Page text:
A few weeks back I was speaking at the Navigator conference in Baltimore, MD. I love this conference because the all the most amazing people in the field of 911 communication are in one place networking and sharing ideas. This year it was held in Baltimore’s inner harbour. Here is the view from my room.
I find this conference both exhilarating and exhausting as I spend the entire time I am there either presenting or running around trying to catch up with as many people as possible.
Once it was over I headed into Washington DC with some dear friends.
We spent about 5 hours walking from one end of DC to the other. If you have never been to Washington, DC, put it on your to-do list. It really is worth the trip–even for a Canadian. The best thing about the place is the everything is free! There are a stunning number of Smithsonians–okay I just googled it, there are 19–in the downtown core. Since there is no cost to enter you never have the feeling that you have to stay to get your money’s worth. Our group popped into the American Indian Museum. Yes, fellow Canadians, it is really called the “Indian Museum”. I know that this will give you pause as it does me. Why isn’t it called the “first nations” museum or the “aboriginal heritage” museum? Americans are quite comfortable with the term “Indian” as it refers to the Native American people. I have a dear friend who is a first nations American and he repeatedly tells me that he is an indian! So this museum was fabulous. In the entrance way there was a v-w bug that was entirely covered in intricate patterns of tiny beads. It was stunning
We then a wonderful late lunch in the cafeteria. It was so hard to choose between all the amazing regional cuisines. I desperately wanted to try the duck and bison burger from the Plains Indian vendor, but I just couldn’t justify they $18 price tag.
Next we head down Independence Avenue only to quickly stop at the next Smithsonian venue, the Air and Space Museum. Now planes and rocket ships aren’t really my thing, but I still found this museum really interesting. Who knew there were so many types of aircraft or the lunar pods were really that small?
After this brief visit we walk past the Washington Monument. It was roped off due to repairs that were required after it was damaged in an earthquake! We headed across a wide green lawn filled with people playing ball and found a great spot to take pictures in front of the White House. It seems so strange to me that one can get close enough to take pictures of the president’s home. It is quite am impressive building.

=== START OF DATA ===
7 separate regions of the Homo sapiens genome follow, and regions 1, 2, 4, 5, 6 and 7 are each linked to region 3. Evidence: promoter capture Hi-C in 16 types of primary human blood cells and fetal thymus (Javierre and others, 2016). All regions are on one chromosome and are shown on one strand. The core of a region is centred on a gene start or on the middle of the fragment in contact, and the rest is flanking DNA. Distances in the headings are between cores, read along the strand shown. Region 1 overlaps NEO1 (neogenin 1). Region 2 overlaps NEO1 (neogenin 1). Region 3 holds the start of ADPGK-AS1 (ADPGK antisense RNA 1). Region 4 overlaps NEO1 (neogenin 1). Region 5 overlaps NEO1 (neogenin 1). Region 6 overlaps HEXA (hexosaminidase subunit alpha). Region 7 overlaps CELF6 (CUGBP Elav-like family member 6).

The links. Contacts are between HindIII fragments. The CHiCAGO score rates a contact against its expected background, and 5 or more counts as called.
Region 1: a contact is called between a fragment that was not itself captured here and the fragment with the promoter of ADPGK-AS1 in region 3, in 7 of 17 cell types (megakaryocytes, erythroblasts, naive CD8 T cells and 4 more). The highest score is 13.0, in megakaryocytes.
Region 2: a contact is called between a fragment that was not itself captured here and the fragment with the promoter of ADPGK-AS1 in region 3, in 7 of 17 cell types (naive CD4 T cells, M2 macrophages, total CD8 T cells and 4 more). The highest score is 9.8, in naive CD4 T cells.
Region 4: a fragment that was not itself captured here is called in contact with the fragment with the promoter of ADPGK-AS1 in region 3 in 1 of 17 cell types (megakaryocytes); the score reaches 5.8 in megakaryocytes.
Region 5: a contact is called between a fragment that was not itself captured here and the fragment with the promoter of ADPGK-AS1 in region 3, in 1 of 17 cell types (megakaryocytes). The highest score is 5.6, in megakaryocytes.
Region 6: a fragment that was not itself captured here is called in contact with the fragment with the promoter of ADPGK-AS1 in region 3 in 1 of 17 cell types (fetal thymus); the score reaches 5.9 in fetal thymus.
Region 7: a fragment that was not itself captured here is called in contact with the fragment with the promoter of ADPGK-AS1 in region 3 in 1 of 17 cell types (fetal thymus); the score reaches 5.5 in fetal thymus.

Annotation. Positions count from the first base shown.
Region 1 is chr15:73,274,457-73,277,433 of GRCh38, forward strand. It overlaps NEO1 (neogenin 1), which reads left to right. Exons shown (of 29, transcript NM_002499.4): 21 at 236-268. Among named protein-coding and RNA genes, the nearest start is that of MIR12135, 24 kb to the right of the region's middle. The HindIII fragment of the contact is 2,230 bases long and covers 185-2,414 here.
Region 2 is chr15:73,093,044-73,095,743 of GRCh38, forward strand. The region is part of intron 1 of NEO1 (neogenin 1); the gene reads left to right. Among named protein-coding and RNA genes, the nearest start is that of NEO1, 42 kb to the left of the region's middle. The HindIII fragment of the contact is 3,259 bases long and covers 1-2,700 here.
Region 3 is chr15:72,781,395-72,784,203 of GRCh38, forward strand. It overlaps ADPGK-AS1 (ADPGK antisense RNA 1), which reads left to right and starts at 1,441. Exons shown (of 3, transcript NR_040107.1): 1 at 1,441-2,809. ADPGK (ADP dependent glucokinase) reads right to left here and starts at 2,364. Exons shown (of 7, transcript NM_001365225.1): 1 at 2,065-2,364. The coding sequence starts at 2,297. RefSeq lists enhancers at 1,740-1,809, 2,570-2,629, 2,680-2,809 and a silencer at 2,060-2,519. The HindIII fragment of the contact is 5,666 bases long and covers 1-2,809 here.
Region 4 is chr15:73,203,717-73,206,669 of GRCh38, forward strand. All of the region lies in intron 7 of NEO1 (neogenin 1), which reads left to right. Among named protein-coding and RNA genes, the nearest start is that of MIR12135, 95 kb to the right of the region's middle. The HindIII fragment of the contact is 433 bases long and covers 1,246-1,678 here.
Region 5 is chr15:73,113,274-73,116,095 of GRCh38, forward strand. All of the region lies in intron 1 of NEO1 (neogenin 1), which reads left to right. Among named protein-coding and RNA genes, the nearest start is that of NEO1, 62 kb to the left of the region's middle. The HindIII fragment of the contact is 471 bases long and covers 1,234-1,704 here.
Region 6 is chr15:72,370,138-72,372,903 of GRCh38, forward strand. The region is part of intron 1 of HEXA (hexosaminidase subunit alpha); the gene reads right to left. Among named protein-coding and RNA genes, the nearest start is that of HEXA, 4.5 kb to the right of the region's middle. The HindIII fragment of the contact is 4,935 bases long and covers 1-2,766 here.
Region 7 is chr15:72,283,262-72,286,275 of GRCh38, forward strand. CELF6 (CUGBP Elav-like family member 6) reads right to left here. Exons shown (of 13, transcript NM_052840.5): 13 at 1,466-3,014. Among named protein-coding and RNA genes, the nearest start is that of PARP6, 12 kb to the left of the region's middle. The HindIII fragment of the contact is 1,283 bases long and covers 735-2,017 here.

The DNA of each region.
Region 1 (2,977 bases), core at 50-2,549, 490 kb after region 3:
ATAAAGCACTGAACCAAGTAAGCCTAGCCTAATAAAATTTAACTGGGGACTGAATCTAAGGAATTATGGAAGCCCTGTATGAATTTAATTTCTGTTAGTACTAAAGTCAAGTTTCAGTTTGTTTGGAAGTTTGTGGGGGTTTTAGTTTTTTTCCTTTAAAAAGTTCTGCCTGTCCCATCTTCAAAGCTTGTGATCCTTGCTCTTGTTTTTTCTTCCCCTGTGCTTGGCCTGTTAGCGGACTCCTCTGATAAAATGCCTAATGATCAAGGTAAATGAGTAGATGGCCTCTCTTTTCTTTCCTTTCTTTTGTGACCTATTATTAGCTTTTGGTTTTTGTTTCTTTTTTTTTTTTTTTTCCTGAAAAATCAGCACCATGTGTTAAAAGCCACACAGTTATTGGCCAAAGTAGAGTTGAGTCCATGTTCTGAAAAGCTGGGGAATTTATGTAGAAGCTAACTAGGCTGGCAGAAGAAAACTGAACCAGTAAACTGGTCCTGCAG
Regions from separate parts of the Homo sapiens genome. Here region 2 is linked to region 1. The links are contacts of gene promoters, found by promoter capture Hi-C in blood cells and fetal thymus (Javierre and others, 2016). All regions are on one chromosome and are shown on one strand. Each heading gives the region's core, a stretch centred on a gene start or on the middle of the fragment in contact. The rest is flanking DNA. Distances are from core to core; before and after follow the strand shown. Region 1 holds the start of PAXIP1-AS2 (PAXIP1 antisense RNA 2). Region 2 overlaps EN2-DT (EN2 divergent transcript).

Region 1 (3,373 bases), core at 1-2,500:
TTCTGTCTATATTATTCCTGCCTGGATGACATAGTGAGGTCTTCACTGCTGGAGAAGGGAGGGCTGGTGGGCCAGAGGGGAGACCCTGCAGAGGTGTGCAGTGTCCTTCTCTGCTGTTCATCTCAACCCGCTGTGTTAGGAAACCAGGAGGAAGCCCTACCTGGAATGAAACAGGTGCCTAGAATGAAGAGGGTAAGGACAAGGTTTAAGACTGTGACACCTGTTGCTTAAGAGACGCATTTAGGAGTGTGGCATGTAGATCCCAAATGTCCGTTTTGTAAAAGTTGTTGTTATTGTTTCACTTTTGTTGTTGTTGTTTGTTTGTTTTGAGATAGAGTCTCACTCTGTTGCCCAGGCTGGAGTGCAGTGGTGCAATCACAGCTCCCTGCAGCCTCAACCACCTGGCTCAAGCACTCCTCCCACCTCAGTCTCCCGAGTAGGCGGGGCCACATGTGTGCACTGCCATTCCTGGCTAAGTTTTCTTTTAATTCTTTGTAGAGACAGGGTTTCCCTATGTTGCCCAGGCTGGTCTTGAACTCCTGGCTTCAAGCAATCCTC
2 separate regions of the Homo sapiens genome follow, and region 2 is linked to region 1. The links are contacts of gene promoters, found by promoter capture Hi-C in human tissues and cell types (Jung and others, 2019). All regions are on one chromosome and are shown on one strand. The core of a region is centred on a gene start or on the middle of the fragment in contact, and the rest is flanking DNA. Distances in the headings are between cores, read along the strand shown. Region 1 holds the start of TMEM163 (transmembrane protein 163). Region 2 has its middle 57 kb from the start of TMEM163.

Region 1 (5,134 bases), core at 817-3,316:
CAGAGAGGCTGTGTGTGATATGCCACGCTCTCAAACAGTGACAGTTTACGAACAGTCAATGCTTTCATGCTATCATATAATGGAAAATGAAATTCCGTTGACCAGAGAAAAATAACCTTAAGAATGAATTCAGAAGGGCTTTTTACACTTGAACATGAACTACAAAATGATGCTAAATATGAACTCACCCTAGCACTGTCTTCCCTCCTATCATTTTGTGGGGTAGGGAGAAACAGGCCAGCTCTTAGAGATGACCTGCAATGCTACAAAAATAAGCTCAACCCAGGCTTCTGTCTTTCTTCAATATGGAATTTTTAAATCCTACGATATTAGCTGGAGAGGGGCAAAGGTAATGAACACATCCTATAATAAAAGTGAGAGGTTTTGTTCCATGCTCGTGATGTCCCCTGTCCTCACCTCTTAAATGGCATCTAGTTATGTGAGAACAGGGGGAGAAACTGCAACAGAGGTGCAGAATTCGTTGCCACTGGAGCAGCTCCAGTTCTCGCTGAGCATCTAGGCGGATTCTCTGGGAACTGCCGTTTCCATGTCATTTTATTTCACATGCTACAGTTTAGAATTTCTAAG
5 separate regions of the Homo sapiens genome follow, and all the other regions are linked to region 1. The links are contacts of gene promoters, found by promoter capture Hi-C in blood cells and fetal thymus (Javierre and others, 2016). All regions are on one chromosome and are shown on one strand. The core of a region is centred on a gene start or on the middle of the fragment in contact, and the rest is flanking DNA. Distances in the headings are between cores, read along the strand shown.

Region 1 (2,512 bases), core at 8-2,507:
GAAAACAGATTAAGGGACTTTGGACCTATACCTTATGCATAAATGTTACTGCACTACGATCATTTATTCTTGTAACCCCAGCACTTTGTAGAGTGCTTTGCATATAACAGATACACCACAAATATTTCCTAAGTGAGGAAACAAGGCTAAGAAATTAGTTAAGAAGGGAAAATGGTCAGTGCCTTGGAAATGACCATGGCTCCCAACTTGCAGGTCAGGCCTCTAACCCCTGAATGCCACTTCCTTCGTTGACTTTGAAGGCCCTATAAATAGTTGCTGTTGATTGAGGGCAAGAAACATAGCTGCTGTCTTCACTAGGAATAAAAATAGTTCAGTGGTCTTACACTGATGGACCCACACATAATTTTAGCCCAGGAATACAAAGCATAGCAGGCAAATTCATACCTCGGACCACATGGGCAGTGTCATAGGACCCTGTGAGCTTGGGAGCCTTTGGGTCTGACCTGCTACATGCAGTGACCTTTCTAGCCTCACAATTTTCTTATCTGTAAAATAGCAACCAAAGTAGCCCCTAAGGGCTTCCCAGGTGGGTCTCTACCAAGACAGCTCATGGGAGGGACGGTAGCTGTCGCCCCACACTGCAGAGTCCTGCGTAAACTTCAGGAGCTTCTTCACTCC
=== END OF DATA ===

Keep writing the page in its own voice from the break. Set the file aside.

We then walked further and saw a lot of dirt instead of the normally beautiful reflecting pool. It has been drained and was being repaired. So on we walked to the Vietnam Memorial. The sheer number of names written on the simple black granite overwhelmed me. So many young lives lost. The Korean War monument that is not very far from this and evokes a strong reaction too. It is a series of larger-than-life sculptures of soldier walking through the jungle. It is very well done and I found myself becoming very hushed as I imagined the soldiers would have been as they navigated that foreign jungle.
Then we found a quiet refuge out of the hot sun at President Lincoln’s monument. I am sure everyone is familiar with this one.
There is a new monument in Washington. Once I didn’t even know had been created and which is now my favourite. Right on the bank of the Tidal Basin the Martin Luther King Jr monument has been constructed. The picture I have simply does not do it justice. Upon approach one sees two huge pillars of white rock that flank an entrance way. It is like a piece has been carved out of a mountain to allow people to pass through It gives nothing away about what is through the entrance. Once the visitor has walked between the pillars of stone one sees the missing piece gigantic in front of him. You must walk all the way around this middle piece to see that on the other side is a sculpture of Martin Luther King Jr. It is breathtaking.
On either side of the two entrance columns is a wall that is filled with quotations from MLK. It is my favourite monument in Washington, DC. It is incredibly powerful and beautiful and wonderful. I wish I had taken more pictures of it, but at the time I really didn’t think that the emotion would translate to photographs.
It was a wonderful visit.